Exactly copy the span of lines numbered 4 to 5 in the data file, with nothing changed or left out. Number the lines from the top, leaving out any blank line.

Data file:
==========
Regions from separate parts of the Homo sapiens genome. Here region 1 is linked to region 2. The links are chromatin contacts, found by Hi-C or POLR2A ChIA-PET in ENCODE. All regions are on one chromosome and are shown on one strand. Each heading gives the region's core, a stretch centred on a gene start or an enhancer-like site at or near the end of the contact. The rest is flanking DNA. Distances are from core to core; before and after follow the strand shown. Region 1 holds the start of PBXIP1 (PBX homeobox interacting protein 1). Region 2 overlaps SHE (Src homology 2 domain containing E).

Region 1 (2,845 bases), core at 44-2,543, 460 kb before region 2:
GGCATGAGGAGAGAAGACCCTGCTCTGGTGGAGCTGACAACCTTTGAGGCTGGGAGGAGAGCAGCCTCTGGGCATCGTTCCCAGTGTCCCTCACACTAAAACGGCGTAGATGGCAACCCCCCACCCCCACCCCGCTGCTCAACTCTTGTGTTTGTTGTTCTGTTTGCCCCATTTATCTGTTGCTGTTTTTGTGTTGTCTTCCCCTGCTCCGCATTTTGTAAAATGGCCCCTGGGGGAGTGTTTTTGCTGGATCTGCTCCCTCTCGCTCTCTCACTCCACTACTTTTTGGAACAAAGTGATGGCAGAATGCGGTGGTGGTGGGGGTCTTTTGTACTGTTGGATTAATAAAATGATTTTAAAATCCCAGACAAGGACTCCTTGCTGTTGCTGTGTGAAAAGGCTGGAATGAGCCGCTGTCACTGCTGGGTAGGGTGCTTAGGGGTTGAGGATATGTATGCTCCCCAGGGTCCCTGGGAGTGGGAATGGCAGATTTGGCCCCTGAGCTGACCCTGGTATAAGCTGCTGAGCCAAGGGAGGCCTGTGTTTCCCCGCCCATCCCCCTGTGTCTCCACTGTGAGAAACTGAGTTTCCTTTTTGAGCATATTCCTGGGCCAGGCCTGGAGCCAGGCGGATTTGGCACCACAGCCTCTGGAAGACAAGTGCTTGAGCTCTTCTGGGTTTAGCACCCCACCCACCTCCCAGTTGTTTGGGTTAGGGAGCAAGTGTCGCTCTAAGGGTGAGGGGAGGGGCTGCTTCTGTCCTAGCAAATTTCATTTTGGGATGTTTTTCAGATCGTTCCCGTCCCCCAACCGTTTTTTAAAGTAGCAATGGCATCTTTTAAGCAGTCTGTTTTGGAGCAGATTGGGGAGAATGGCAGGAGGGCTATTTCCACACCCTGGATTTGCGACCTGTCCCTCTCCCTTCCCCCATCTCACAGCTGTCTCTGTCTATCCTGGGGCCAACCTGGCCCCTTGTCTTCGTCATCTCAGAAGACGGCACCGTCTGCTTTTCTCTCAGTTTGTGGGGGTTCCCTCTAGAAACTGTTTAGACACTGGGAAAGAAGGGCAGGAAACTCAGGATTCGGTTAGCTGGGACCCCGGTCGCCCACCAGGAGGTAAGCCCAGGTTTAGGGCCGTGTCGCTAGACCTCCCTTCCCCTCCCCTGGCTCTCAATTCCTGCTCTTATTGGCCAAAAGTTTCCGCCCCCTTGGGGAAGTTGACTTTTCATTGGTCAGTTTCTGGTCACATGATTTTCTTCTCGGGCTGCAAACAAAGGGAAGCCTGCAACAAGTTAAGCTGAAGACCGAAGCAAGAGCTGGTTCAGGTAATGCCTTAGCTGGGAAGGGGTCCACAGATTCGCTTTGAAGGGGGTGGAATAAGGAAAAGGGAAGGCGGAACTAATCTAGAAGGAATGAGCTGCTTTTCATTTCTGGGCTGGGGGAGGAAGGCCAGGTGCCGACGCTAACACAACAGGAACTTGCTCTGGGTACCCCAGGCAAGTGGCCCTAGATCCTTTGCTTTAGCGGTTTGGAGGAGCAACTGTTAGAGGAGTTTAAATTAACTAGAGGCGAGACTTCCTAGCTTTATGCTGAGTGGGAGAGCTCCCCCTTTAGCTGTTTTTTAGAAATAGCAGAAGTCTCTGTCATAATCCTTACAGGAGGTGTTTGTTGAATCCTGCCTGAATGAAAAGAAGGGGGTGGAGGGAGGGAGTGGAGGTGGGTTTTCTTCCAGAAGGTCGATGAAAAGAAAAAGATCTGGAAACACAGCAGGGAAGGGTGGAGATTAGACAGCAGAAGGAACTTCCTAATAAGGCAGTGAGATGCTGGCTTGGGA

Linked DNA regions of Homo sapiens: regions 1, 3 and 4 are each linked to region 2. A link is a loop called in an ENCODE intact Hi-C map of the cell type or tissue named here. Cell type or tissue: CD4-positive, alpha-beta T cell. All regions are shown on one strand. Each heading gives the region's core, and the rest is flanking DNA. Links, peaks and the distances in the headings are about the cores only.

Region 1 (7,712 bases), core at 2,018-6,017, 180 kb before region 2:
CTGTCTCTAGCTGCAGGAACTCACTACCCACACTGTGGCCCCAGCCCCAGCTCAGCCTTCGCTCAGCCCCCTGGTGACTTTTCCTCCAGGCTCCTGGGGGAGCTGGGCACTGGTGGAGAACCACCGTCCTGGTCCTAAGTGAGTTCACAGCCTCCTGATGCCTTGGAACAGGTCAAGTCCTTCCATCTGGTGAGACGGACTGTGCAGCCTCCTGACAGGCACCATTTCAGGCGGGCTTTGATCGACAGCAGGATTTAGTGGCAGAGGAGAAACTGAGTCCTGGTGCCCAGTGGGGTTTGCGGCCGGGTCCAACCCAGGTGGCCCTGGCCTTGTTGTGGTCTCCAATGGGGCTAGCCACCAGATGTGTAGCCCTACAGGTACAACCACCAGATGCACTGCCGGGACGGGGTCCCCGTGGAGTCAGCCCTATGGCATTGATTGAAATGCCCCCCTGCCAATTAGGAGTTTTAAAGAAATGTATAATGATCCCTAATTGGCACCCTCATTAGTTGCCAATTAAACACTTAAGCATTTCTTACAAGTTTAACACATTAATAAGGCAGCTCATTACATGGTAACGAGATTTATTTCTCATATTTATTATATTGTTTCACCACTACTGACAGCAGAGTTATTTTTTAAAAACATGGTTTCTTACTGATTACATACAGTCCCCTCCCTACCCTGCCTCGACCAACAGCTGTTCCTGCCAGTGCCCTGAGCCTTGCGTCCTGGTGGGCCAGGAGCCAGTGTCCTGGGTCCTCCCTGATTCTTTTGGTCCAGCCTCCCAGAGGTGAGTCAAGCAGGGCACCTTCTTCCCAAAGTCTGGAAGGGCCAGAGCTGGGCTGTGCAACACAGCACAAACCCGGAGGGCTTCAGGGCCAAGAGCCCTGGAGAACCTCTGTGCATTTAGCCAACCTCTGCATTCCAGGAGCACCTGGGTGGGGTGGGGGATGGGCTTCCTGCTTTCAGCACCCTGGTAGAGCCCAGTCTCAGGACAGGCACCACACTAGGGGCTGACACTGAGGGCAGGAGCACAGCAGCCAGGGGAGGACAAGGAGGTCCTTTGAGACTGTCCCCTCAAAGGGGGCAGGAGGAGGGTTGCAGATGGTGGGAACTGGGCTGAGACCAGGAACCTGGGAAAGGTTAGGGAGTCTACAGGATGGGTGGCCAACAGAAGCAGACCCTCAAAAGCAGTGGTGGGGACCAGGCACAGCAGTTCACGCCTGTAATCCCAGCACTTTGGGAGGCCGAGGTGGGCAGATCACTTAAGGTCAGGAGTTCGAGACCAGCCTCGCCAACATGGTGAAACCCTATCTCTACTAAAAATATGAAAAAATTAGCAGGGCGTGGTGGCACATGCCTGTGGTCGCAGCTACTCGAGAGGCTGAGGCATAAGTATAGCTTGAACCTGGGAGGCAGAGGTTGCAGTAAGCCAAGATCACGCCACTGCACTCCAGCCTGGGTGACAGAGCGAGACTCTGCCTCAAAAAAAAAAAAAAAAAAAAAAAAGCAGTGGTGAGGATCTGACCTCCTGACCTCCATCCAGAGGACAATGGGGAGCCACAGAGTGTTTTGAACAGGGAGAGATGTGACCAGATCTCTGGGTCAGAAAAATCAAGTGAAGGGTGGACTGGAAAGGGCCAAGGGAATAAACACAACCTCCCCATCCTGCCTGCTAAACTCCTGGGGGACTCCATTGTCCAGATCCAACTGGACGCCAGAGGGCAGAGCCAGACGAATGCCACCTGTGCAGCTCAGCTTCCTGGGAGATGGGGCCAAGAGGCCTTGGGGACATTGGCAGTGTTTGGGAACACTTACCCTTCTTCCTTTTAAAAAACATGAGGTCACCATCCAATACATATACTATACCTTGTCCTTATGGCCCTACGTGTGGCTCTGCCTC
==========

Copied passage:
Linked DNA regions of Homo sapiens: regions 1, 3 and 4 are each linked to region 2. A link is a loop called in an ENCODE intact Hi-C map of the cell type or tissue named here. Cell type or tissue: CD4-positive, alpha-beta T cell. All regions are shown on one strand. Each heading gives the region's core, and the rest is flanking DNA. Links, peaks and the distances in the headings are about the cores only.

Region 1 (7,712 bases), core at 2,018-6,017, 180 kb before region 2: